Janet’s family moved to Ocala in 1959. She attended Ocala Junior High School (now Osceola Middle School) and Ocala High School (now Marion Technical Institute). She has lived here ever since, except while in Gainesville attending the University of Florida from 1963 through 1971 and seven months in Lexington, Kentucky, right after completing law school.

“The women’s movement helped make my legal education possible. I might not have considered it had I not read Betty Freidan’s The Feminine Mystique, written in 1963, the year I graduated from high school. I was admitted to the Florida Bar on November 19, 1971 and returned to Ocala to practice law in early 1972. My legal education and my admission to the bar opened doors for me that had not opened for other women in Ocala prior to 1972,” Janet says.

Back in Ocala in the 1970s, she was the only practicing female attorney in the entire five-county judicial circuit. In her career, Janet has represented clients before the Florida Commission on Human Relations, the Florida Division of Administrative Hearings, the Florida Public Employees Relations Commission, the Florida Department of Business and Professional Regulation, Florida’s First and Fifth District Courts of Appeal, the Supreme Court of Florida and the U.S. District Court for the Middle District of Florida. But none of those things came easily.

“The most common stereotype in the late 1960s and into the 1970s was that a woman was not as capable as a man by virtue of her gender,” she recalls. “A woman was simply a different class of citizen. Even with my law degree and admission to the bar, my law firm questioned whether it was appropriate for me to attend the monthly luncheon meeting of the local bar association, since the only members were men. At my first court appearance in Ocala, opposing counsel told the judge that he would not remain in the courtroom with ‘that female lawyer.’ I replied that I had no objection to his leaving, but I was staying.”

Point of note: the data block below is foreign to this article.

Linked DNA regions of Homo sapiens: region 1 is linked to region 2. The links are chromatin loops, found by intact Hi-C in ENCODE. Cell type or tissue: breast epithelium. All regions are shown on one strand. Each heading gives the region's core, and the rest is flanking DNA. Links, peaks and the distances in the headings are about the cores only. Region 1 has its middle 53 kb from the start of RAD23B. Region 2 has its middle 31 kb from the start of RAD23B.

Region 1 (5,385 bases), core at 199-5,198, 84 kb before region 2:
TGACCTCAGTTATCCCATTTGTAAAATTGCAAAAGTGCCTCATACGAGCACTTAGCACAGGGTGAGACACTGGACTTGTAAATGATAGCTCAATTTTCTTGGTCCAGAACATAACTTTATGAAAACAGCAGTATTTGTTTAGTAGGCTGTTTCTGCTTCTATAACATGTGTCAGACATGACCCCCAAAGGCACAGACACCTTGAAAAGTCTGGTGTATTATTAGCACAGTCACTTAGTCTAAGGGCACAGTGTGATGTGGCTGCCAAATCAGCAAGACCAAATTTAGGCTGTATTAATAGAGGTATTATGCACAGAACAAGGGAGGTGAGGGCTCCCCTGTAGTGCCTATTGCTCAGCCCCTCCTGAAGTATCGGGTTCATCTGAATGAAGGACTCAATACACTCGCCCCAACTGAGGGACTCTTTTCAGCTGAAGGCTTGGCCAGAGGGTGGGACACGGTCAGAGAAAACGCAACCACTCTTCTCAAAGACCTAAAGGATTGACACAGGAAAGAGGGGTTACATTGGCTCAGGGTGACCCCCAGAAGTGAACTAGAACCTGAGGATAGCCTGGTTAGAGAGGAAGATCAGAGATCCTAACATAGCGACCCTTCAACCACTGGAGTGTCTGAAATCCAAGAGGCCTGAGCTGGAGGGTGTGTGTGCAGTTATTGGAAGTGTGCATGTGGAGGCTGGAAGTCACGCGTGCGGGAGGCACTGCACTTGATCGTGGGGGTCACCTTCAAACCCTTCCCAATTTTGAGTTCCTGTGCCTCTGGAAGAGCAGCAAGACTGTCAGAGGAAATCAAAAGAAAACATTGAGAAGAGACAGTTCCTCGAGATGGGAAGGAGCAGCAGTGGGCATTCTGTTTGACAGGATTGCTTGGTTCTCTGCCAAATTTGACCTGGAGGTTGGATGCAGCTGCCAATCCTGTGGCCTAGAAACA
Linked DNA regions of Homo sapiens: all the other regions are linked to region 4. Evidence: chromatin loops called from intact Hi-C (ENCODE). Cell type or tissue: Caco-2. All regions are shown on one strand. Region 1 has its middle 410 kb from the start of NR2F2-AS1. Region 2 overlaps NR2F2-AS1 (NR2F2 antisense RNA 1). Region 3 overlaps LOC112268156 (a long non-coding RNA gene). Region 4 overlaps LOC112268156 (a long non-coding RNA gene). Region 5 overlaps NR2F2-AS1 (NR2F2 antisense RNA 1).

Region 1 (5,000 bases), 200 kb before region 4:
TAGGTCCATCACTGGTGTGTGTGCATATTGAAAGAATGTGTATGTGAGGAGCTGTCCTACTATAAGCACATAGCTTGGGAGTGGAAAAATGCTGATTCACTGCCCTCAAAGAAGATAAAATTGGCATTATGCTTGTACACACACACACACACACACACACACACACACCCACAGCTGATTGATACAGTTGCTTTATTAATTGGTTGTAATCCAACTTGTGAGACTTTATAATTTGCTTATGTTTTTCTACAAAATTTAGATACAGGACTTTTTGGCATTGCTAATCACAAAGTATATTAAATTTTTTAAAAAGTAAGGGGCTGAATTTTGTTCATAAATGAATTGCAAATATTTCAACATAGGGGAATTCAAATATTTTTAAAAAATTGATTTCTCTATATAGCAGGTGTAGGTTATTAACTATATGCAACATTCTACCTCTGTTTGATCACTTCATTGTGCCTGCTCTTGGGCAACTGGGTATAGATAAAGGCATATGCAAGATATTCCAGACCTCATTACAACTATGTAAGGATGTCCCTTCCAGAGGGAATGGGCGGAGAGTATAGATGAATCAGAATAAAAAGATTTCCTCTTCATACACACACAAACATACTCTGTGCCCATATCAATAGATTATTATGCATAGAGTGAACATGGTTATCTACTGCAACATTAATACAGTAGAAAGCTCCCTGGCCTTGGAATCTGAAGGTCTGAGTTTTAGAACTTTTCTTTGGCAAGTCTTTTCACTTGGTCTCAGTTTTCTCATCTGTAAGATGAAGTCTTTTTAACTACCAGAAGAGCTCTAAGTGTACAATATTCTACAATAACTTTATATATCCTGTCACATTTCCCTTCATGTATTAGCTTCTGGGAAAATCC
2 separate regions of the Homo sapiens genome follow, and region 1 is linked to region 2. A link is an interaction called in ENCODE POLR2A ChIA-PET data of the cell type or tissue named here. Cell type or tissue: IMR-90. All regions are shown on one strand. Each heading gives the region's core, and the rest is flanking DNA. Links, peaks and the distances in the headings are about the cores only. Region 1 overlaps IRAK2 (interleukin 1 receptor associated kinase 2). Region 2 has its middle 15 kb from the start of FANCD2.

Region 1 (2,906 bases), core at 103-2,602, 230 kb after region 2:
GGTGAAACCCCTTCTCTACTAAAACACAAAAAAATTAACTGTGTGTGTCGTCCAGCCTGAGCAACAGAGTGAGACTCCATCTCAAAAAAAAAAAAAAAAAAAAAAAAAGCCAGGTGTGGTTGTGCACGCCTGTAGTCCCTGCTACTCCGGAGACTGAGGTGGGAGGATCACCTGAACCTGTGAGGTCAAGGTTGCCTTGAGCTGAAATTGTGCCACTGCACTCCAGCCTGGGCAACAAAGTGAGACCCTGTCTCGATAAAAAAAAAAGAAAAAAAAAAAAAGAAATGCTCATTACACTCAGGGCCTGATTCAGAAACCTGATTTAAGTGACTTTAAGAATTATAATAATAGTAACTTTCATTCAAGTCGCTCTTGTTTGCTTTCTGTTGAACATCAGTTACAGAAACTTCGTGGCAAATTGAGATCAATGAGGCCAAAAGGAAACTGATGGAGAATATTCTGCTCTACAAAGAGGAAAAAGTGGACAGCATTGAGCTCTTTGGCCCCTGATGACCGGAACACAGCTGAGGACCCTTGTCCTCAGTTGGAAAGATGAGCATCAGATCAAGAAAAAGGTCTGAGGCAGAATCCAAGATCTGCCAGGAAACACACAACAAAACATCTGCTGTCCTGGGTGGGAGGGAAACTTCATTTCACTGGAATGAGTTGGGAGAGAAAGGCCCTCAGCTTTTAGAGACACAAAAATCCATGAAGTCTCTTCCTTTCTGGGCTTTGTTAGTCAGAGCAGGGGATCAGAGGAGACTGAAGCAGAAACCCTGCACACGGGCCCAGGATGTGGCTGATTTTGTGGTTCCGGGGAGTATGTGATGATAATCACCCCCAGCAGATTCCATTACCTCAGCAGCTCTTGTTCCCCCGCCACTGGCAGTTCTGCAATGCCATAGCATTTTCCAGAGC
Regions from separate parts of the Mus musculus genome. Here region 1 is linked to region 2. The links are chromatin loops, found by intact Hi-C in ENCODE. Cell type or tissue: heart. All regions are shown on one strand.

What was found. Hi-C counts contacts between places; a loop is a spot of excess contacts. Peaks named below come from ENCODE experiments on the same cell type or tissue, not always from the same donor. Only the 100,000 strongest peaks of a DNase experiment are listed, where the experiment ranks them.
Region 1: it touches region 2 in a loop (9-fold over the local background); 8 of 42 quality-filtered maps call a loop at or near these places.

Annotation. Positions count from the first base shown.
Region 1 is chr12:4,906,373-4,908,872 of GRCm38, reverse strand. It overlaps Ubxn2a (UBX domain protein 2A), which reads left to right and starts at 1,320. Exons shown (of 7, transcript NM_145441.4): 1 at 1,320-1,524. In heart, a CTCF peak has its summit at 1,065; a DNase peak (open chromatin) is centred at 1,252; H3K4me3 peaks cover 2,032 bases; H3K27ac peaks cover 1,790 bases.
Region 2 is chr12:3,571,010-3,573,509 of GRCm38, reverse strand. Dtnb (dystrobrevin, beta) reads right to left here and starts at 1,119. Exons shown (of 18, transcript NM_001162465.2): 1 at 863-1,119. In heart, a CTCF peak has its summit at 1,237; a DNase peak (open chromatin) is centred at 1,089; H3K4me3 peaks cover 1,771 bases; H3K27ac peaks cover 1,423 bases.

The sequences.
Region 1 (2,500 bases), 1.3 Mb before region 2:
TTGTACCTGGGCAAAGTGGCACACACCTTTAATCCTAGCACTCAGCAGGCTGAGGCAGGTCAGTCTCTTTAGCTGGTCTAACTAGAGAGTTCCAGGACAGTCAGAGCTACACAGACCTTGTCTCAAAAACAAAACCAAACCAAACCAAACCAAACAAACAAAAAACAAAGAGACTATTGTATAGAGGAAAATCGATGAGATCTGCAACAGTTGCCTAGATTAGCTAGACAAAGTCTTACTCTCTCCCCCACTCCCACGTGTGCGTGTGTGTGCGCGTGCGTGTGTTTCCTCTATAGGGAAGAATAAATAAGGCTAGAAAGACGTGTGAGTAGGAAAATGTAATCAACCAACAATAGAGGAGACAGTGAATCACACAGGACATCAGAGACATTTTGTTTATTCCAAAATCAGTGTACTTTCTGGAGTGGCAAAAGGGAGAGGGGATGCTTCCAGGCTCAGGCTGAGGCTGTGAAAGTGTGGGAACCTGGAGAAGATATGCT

In 1977, Janet became a charter member of Altrusa International of Ocala, of which she has now been a member for 42 years. Her leadership was recognized again in 1980 when she became the first woman president of the Marion County Bar Association—her welcome at the monthly luncheon meetings no longer in question—and again in 1981 when she was named the first woman president of the Ocala Marion County Chamber of Commerce. After being passed over as county school board attorney in 1978 because the majority of the board did not think a woman was appropriate for the job, Behnke earned the appointment in 1984 and held the position for 10 years.

Janet even served as a Marion County court judge from 1994 to 1995, as only the second woman judge in Marion County. There are four serving female judges in Marion County today.

“I had been practicing 22 years, and I served as a judge less than a year. It was an honor and a privilege and gave me insight that has helped me be a better lawyer,” she says.

Janet maintains a passion for Marion County today, because in her words, “What’s not to be passionate about?”

“Ocala inspires community service. I grew up swimming in Silver Springs, Juniper Springs and Rainbow Springs. We have amazing horse farms, HITS and the Ocala National Forest. We have such a vibrant arts community—the Appleton Museum of Art, the Reilly Arts Center and the Ocala Symphony Orchestra. We have the Ocala Culinary Festival. We have FAFO. Our downtown gets more fabulous every time I turn around. We have so many big-hearted charitable organizations. We have so many opportunities to participate in so many different areas and such generous people with whom to participate,” she says.

Aside from her practice, Janet enjoys community service, spending time with family and friends, traveling, reading, cooking and streaming BBC mysteries. She has been a member of the YMCA since the early 1990s and still walks, swims and strength trains to stay in shape.

“I have a loving family that is very supportive and a very full life,” Janet says.

“Going to law school was against the norm for women in 1969. There were three women in my class of approximately 70 students and only nine women in the entire law school of 700 students. Now, at least half of law students are women. Although I was the first woman to practice law in the circuit, other women before me had law degrees and at least one had been admitted to the bar. I stand on their shoulders, and I hope my successes have helped the women who have come after me.”

Gail Cross

Gail Cross and her husband, Scott Cross, have lived in Ocala for 42 years. In the late 1970s, Cross was working in the Gainesville school system and had become an adjunct professor at the University of Florida, and her husband was beginning a law practice in Ocala. When the couple decided they liked Ocala enough to call it their forever home, she began looking for ways to embed herself within her new community.